Wednesday, 31 July 2019

Jetwing Sunrise, Pasikuda, Sri Lanka


Built around a 108 metre pool, which zig zags out towards the Bay of Bengal, this spacious Jetwing hotel combines homely and comfortable villa-style rooms with some dramatic communal areas.  Although the pool-side restaurant is fairly understated, the terraces, the lounge, the bar and the atrium have all been built with an architectural flourish.  The en-suite rooms are well-equipped with quiet air-con and safes, but the Wi-Fi can be very flaky.  Both the buffet breakfast and the buffet dinner (3,000 rupees a head) have a large enough selection of both western and Sri Lankan dishes, without going overboard. You can also get an a la carte lunch, but the service tends to be fairly slow and the table water can be tepid.  Next to the beach, a small shack serves drinks to guests that have claimed a hotel sun lounger underneath the trees. From here, you can watch (or join in) games of volleyball on the sands. The hotel also has a games room and a few ropey mountain bikes you can take out for a small fee, but you are likely to spend most of your stay chilling out near the beachfront. 7/10

Passikudah Beach, Sri Lanka


Although it is lined with a dozen or so upmarket hotels, Passikudah Beach still feels quite wild. Many of these architecturally-flashy resorts are set well back from the seafront and there is a large open expanse of sand. With just some low-key water sports, a few fishing boats and the odd volleyball court, there is plenty of space to spread out. The sea is very shallow and very warm, as is the sun - early evening is the best time to go for an amble around this curvaceous bay.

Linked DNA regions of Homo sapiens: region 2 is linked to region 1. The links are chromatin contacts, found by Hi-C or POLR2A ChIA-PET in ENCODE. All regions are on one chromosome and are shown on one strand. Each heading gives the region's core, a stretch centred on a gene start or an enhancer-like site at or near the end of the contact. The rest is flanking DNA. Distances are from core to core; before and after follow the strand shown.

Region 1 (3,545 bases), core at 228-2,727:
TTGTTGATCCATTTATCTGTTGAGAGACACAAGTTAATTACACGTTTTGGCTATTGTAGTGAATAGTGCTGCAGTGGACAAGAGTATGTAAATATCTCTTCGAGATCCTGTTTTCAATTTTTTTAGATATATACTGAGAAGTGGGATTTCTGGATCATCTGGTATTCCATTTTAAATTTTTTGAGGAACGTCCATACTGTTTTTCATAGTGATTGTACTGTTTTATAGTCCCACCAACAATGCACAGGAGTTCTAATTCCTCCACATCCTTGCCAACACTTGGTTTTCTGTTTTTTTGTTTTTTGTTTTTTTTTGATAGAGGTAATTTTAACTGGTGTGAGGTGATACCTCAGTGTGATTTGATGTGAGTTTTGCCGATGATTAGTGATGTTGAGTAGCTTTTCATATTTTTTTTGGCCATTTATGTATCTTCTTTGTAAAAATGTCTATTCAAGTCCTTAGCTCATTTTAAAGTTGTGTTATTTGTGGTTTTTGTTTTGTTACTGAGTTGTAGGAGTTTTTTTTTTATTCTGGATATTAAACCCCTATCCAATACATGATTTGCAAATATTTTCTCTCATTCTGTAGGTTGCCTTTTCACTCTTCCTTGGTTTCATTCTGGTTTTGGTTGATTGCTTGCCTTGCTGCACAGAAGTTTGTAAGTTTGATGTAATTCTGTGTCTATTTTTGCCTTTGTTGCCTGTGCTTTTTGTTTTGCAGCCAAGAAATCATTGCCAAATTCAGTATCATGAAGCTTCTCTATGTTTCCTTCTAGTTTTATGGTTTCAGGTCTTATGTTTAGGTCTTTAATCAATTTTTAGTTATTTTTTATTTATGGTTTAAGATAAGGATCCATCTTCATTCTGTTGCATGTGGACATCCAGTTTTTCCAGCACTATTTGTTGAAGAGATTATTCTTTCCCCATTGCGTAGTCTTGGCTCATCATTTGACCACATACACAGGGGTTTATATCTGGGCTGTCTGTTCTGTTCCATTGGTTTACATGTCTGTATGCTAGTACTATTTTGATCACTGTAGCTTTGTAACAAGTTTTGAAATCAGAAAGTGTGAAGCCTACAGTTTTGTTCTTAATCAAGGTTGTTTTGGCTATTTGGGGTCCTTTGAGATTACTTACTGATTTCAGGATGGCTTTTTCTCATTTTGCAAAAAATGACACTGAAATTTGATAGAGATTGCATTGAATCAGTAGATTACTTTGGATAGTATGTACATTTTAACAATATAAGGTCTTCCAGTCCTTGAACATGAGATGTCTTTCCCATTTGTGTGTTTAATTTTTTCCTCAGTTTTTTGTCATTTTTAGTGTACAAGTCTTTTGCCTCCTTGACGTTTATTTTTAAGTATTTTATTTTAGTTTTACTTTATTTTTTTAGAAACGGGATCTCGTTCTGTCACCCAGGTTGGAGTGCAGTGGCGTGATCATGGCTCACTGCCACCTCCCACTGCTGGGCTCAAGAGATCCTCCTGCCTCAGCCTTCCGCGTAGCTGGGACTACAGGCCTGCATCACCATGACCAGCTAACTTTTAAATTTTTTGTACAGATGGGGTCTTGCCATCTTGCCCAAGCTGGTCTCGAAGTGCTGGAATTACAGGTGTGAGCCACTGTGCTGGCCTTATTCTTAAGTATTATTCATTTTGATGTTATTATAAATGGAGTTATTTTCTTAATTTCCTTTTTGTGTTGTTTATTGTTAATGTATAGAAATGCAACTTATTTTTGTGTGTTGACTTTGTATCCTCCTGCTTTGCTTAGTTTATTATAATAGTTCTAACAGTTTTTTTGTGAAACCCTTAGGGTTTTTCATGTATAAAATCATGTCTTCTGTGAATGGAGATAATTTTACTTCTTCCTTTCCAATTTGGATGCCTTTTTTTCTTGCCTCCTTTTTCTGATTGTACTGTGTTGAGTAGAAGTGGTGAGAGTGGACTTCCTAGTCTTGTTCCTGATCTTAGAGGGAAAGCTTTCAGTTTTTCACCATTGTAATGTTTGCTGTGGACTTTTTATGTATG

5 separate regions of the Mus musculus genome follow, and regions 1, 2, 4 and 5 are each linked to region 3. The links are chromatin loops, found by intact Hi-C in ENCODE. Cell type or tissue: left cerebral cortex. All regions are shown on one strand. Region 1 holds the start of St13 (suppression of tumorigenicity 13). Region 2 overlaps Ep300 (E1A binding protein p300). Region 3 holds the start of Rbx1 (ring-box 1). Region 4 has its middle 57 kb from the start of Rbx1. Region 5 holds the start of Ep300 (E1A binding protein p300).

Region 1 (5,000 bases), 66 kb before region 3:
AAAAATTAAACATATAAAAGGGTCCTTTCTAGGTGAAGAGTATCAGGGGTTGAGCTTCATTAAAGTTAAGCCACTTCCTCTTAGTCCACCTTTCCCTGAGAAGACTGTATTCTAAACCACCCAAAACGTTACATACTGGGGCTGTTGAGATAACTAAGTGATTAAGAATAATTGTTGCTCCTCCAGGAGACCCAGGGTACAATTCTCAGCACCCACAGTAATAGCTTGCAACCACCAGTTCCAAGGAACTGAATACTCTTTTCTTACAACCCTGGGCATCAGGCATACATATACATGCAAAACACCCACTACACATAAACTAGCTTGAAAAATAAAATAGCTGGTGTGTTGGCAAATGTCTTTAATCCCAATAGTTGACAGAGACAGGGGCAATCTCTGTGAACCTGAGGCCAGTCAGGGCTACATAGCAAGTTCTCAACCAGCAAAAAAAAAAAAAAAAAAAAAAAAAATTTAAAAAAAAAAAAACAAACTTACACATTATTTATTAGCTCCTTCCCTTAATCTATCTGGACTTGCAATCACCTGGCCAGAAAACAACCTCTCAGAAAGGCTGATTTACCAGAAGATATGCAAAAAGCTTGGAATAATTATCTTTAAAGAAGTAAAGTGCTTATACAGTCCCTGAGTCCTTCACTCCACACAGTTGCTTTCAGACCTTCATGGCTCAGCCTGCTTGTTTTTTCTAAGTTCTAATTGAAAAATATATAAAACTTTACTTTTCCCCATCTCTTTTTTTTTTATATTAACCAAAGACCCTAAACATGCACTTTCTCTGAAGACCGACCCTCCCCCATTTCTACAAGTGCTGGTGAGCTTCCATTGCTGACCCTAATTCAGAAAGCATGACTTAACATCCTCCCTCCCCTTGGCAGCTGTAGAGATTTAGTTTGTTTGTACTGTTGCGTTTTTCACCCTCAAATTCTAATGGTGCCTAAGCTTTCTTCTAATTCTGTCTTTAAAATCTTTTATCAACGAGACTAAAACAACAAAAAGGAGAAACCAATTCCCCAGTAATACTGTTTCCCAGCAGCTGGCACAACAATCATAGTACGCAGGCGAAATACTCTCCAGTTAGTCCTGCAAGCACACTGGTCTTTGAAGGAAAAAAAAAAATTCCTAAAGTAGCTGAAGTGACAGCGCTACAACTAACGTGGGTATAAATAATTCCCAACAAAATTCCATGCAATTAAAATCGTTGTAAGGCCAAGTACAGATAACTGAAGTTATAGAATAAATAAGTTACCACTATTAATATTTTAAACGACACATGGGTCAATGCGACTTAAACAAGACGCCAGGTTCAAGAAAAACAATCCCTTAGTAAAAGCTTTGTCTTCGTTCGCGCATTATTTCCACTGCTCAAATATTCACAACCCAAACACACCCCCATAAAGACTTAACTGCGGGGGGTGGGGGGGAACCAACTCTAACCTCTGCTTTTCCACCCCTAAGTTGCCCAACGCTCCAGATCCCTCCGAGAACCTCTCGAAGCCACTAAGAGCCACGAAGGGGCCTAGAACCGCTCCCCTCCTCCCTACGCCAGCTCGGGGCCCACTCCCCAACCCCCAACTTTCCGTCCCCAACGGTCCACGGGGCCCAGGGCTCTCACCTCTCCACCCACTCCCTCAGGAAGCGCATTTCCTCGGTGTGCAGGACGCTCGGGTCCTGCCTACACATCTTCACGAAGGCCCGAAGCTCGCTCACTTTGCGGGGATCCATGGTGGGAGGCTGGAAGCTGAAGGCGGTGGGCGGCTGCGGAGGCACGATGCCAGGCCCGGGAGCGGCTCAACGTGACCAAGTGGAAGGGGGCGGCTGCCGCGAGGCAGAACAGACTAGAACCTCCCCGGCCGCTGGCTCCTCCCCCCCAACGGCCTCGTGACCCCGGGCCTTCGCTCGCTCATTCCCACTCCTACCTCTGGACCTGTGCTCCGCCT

Tuesday, 30 July 2019

Kalkudah Beach and Bay, Sri Lanka


Today, just a handful of lethargic dogs laze among the fishing boats lying on the extensive sands of Kalkudah Beach.  Enjoy the emptiness while you can. Tomorrow, there could be hundreds or even thousands of sun-worshippers, judging on the large number of lots of nearby land that seem to have been snapped up by investment companies.

Sunday, 28 July 2019

Poḷonnaruwa, Sri Lanka